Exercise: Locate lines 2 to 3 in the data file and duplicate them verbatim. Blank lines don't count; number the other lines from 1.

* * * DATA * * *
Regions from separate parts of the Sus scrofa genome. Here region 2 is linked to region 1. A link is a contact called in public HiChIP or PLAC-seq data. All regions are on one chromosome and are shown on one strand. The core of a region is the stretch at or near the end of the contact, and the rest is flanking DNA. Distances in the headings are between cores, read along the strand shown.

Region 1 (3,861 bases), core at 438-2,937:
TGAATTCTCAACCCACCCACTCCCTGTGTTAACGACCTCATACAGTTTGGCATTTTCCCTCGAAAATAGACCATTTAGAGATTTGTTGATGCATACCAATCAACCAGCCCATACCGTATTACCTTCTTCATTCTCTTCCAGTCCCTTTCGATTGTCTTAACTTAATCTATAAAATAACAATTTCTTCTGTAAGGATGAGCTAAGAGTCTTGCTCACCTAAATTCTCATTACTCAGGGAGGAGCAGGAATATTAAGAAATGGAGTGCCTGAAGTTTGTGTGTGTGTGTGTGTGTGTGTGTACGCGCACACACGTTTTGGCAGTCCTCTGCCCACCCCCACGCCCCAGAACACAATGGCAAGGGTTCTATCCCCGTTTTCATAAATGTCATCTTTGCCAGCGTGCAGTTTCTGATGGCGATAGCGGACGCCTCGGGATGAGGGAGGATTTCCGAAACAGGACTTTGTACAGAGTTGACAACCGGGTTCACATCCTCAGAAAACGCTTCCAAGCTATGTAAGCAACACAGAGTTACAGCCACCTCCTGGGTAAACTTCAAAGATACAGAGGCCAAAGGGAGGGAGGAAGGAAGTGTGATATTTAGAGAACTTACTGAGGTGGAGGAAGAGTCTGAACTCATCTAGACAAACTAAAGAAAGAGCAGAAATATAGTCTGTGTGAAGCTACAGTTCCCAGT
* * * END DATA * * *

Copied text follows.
Region 1 (3,861 bases), core at 438-2,937:
TGAATTCTCAACCCACCCACTCCCTGTGTTAACGACCTCATACAGTTTGGCATTTTCCCTCGAAAATAGACCATTTAGAGATTTGTTGATGCATACCAATCAACCAGCCCATACCGTATTACCTTCTTCATTCTCTTCCAGTCCCTTTCGATTGTCTTAACTTAATCTATAAAATAACAATTTCTTCTGTAAGGATGAGCTAAGAGTCTTGCTCACCTAAATTCTCATTACTCAGGGAGGAGCAGGAATATTAAGAAATGGAGTGCCTGAAGTTTGTGTGTGTGTGTGTGTGTGTGTGTACGCGCACACACGTTTTGGCAGTCCTCTGCCCACCCCCACGCCCCAGAACACAATGGCAAGGGTTCTATCCCCGTTTTCATAAATGTCATCTTTGCCAGCGTGCAGTTTCTGATGGCGATAGCGGACGCCTCGGGATGAGGGAGGATTTCCGAAACAGGACTTTGTACAGAGTTGACAACCGGGTTCACATCCTCAGAAAACGCTTCCAAGCTATGTAAGCAACACAGAGTTACAGCCACCTCCTGGGTAAACTTCAAAGATACAGAGGCCAAAGGGAGGGAGGAAGGAAGTGTGATATTTAGAGAACTTACTGAGGTGGAGGAAGAGTCTGAACTCATCTAGACAAACTAAAGAAAGAGCAGAAATATAGTCTGTGTGAAGCTACAGTTCCCAGT